While this provides a strong basis for multiuser processing, it offers only simple parallel processing paradigms, largely based on the conventional UNIX interprocess communication protocols, such as ``pipes'' and ``sockets.'' As mentioned earlier in connection with MOOSE, these types of tools are not the easiest to use in tightly coupled parallel codes. The Open Software Foundation (OSF) has extended and commercialized MACH. They also have an AD (Advanced Development) prototype version for distributed memory machines. The latest Intel Paragon multicomputer offers OSF's new AD version of MACH on every node, but the operating system has been augmented with NX to provide high-performance message passing.
Helios [DSL:89a] is a distributed-memory operating system designed for transputer networks-distributed-memory machines. It offers typical UNIX-like utilities, such as compilers, editors, and printers, which are all accessible from the nodes of the transputer system, although fewer than the number supported by MACH. In common with MACH, however, the level of parallel processing support is quite limited. Users are generally encouraged to use pipes for interprocessor communication-no collective or crystalline communication support is provided.
The basic concept used in Linda [Ahuja:86a] is the idea of a tuple-space (database) for objects of various kinds. Nodes communicate by dropping objects into the database, which other nodes can then extract. This concept has a very elegant implementation, which is extremely simple to learn, but which can suffer from quite severe performance problems. This is especially so on distributed-memory architectures, where the database searching necessary to find an ``object'' can require intensive internode communication within the operating system.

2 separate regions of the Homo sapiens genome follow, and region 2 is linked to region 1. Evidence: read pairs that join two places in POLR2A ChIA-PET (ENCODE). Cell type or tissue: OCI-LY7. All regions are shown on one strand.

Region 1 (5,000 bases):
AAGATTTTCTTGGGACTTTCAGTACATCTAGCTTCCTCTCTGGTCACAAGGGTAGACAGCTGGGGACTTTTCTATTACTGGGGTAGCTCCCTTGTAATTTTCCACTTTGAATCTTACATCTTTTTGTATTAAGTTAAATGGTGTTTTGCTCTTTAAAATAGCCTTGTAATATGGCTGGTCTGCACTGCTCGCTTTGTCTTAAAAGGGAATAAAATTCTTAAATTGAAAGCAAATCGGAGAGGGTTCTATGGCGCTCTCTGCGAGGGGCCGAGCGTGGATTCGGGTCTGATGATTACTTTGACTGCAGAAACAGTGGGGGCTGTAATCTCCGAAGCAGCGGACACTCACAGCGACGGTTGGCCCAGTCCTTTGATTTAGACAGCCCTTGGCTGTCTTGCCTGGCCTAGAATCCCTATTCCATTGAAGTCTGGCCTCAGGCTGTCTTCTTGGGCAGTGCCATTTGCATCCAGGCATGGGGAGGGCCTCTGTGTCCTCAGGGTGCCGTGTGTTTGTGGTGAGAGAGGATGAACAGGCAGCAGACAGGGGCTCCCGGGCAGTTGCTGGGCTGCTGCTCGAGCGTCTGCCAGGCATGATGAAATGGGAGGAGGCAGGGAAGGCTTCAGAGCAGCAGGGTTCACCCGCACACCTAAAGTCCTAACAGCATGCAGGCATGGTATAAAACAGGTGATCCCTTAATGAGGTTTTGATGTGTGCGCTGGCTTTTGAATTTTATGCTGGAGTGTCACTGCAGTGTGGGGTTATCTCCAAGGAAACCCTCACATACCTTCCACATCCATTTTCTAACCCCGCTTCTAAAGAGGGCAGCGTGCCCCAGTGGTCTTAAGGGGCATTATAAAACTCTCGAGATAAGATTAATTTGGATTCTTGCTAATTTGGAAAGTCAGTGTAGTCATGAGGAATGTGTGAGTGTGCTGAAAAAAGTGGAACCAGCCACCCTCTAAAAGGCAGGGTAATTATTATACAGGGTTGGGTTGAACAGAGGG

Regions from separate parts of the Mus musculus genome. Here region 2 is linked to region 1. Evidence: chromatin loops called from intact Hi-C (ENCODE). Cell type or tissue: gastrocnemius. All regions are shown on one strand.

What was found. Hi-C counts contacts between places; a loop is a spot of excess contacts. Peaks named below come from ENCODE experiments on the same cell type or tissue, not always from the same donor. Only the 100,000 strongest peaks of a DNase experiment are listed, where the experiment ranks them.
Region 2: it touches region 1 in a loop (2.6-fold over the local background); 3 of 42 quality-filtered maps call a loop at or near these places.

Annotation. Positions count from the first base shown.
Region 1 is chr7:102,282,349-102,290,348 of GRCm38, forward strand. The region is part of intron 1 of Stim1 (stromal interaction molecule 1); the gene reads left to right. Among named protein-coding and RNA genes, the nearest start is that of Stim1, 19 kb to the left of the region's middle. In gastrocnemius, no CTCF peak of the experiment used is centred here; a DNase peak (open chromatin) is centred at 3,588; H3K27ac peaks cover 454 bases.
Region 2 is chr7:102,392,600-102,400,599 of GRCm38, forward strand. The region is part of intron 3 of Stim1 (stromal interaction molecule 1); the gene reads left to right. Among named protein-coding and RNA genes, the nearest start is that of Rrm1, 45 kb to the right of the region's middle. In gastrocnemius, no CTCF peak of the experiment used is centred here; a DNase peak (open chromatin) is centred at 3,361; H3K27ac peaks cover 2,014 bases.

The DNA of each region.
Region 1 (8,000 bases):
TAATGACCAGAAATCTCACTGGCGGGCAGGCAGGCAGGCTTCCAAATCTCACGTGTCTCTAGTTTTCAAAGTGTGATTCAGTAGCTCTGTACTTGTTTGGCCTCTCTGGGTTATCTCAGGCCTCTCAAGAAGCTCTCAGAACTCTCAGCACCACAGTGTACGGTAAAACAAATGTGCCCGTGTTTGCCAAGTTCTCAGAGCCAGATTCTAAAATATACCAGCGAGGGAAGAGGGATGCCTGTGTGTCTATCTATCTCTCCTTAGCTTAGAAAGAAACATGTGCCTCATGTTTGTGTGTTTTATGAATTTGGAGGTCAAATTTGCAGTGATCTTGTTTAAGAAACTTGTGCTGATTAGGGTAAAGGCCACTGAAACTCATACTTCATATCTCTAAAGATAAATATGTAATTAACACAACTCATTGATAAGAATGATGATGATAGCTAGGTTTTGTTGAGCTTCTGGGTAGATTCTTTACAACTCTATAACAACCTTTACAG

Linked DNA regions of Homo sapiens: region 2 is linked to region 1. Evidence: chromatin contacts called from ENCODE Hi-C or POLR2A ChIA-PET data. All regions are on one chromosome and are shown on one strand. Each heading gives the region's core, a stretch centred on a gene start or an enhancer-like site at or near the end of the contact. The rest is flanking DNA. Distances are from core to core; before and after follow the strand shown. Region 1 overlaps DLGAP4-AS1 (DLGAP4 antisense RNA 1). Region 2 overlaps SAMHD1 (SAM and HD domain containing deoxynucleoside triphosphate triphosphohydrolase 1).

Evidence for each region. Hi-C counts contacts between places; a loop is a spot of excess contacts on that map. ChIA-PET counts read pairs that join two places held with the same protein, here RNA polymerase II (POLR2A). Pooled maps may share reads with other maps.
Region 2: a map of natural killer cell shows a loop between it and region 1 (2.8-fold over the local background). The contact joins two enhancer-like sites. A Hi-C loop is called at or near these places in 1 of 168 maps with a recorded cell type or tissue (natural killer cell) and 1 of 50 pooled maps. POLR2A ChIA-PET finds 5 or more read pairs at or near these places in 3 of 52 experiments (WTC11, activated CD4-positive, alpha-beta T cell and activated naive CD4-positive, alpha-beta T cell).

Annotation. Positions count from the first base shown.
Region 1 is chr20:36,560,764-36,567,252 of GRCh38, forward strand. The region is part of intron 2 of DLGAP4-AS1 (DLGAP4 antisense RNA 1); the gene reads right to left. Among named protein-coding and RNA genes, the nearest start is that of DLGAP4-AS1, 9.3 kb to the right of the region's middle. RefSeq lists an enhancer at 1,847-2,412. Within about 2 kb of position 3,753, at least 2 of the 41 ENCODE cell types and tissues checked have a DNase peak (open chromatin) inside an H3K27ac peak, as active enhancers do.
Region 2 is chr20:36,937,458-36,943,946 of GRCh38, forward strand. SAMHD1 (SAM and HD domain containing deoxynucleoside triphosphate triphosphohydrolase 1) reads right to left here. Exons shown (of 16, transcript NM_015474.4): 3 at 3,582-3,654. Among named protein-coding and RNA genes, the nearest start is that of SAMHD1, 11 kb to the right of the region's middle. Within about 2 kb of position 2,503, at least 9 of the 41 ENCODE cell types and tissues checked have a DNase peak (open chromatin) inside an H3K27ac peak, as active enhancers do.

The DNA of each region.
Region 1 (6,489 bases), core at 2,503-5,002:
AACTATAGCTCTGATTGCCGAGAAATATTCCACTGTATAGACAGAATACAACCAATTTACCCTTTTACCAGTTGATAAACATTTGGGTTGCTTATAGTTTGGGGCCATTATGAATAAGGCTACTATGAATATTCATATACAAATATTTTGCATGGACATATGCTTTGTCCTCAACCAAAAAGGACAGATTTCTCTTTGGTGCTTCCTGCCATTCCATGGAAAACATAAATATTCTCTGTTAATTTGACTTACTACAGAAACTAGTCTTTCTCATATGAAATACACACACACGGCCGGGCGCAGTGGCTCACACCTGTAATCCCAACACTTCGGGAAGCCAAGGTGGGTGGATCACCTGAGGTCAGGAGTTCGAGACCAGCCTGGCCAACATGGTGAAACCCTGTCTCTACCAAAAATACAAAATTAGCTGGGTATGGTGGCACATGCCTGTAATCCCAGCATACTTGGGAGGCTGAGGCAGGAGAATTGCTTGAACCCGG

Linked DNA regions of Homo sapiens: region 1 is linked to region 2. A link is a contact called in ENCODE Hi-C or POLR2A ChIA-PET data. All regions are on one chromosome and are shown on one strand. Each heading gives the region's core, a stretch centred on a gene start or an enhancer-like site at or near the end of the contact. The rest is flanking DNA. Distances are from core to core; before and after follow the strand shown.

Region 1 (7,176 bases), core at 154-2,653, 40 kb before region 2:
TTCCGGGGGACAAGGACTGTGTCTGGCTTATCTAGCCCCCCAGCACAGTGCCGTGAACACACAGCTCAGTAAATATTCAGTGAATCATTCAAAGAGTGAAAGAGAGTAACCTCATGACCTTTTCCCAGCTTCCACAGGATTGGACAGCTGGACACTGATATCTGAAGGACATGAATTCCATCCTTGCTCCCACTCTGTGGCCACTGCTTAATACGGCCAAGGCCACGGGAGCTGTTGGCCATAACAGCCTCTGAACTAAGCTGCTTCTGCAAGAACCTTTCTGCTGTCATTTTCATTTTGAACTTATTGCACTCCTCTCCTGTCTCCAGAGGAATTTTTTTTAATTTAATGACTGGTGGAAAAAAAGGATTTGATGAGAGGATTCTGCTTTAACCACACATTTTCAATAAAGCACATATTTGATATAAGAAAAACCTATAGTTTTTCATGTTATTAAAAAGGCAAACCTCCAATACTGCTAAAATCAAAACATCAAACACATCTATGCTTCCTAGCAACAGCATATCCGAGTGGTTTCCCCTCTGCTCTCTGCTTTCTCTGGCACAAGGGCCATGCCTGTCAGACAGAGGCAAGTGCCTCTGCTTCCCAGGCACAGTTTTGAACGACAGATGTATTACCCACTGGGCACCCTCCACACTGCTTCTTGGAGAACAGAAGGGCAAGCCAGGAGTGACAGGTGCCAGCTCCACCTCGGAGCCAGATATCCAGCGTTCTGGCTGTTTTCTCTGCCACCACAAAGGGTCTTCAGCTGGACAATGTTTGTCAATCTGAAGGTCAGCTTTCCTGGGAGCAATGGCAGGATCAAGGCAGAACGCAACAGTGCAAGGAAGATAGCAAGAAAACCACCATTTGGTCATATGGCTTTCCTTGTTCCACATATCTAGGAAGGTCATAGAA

More recent versions of Linda [Gelertner:89a] have extended the original concept by adding additional tuple-spaces and allowing the user to specify to which space an object should be sent and from which it should be retrieved. This new style is reminiscent of a mailbox approach, and is thus, quite similar to the programming paradigm used in CrOS III or Express.
PVM is a very popular elegant system that is available freely from Oak Ridge [Sunderam:90a], [Geist:92a]. This parallel virtual machine is notable for its support of a heterogeneous computing environment with, for instance, a collection of disparate architecture computers networked together.
There are several other message-passing systems, including active messages [Eiken:92a] discussed earlier, P4 [Boyle:87a], PICL [Geist:90b], EUI on the IBM SP-1, CSTools from Meiko, Parmacs [Hempel:91a], and CMMD on the CM-5 from Thinking Machines. PICL's key feature is the inclusion of primitives to support the gathering of data to support performance visualization (Section 5.4). This could be an important feature in such low-level systems.
Most of the ideas in Express, PVM, and the other basic message-passing systems are incorporated in a new Message-Passing Interface (MPI) standard [Walker:94a]. This important development tackles basic point to point, and collective communication. MPI does not address issues such as ``active messages'' or distributed computing and wide-area networks (e.g., what are correct protocols for video-on-demand and multimedia with real time constraints). Operating systems issues, outside the communication layer, are also not considered in MPI.